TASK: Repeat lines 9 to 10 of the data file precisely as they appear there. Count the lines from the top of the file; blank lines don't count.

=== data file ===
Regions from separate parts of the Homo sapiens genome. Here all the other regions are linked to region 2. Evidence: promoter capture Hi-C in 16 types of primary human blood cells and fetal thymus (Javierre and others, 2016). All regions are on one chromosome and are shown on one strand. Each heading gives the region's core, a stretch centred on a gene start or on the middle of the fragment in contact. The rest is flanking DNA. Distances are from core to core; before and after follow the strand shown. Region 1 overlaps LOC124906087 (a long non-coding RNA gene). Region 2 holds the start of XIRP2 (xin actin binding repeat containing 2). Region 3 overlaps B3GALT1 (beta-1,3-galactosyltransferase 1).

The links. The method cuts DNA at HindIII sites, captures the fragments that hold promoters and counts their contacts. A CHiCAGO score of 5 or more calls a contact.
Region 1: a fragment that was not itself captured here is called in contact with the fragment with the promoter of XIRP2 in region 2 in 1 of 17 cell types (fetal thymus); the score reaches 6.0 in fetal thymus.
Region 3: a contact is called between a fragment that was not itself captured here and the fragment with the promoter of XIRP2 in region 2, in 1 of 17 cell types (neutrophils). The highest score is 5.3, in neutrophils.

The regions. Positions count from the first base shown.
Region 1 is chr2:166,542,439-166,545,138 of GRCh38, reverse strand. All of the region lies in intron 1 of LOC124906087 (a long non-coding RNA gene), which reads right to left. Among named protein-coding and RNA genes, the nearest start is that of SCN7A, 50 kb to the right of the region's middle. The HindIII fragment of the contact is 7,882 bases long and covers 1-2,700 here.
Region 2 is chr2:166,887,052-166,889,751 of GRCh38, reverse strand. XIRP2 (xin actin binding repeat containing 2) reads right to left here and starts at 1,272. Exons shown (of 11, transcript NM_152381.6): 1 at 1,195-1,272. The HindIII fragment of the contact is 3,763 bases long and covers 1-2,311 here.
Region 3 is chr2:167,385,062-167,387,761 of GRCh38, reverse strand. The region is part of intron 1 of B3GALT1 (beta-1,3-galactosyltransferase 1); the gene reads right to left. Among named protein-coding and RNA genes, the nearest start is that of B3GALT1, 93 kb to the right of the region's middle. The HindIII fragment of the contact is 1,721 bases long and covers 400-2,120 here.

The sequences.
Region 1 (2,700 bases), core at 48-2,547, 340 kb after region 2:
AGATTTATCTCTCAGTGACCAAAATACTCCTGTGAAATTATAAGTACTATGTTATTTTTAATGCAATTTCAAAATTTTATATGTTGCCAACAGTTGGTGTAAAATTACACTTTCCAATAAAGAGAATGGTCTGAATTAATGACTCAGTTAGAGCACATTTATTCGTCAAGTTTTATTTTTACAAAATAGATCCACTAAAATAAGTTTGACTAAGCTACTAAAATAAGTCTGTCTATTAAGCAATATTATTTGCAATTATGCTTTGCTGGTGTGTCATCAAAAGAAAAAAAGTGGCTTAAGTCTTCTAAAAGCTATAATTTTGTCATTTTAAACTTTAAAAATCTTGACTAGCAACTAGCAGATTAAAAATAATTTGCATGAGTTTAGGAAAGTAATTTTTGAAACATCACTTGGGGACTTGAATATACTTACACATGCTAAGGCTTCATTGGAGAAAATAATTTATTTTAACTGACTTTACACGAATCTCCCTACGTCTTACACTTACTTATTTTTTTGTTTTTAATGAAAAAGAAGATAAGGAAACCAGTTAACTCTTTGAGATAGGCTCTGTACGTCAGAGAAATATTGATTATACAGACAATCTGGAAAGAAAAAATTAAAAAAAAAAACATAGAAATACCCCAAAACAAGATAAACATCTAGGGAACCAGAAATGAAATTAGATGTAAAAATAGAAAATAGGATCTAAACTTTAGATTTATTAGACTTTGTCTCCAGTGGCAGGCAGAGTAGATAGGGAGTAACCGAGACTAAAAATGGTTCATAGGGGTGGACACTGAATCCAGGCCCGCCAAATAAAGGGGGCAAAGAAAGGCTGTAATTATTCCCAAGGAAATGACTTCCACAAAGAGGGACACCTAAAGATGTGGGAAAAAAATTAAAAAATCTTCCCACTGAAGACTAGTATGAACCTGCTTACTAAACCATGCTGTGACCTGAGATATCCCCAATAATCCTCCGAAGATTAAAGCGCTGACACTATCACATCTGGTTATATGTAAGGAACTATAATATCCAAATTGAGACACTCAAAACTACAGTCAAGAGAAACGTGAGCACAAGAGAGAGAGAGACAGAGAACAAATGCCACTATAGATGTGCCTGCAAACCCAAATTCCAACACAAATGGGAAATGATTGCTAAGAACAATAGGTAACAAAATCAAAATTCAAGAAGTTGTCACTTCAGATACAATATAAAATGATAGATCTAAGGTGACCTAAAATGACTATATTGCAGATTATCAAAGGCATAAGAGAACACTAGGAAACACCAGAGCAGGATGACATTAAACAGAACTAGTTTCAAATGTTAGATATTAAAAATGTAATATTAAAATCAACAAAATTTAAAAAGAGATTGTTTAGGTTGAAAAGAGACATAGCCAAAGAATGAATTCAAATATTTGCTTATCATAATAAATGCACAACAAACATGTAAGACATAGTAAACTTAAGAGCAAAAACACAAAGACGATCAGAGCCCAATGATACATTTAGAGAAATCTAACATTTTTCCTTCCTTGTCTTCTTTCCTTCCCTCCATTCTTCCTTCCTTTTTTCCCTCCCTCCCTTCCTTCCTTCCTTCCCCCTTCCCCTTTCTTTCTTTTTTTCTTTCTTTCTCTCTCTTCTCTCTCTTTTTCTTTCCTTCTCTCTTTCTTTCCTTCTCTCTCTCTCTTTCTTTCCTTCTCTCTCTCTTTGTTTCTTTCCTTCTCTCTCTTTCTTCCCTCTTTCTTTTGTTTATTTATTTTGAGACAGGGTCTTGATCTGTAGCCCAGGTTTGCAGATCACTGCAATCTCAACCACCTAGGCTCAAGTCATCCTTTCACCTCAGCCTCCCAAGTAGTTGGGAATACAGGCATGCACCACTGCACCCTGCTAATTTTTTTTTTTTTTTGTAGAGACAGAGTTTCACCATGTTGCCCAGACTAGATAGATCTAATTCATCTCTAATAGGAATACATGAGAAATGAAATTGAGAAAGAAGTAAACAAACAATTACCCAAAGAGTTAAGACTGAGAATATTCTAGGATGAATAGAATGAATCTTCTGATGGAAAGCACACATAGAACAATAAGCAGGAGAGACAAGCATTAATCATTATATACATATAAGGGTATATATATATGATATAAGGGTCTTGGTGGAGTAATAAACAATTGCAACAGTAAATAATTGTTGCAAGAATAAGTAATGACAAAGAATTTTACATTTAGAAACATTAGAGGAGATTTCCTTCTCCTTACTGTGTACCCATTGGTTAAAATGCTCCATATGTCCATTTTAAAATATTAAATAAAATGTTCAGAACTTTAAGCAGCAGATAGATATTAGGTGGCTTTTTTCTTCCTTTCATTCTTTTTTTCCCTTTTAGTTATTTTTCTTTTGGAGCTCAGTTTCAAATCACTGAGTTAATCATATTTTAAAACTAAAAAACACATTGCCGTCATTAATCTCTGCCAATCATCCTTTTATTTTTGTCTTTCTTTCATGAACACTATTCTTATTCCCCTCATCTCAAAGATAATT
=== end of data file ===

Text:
The sequences.
Region 1 (2,700 bases), core at 48-2,547, 340 kb after region 2: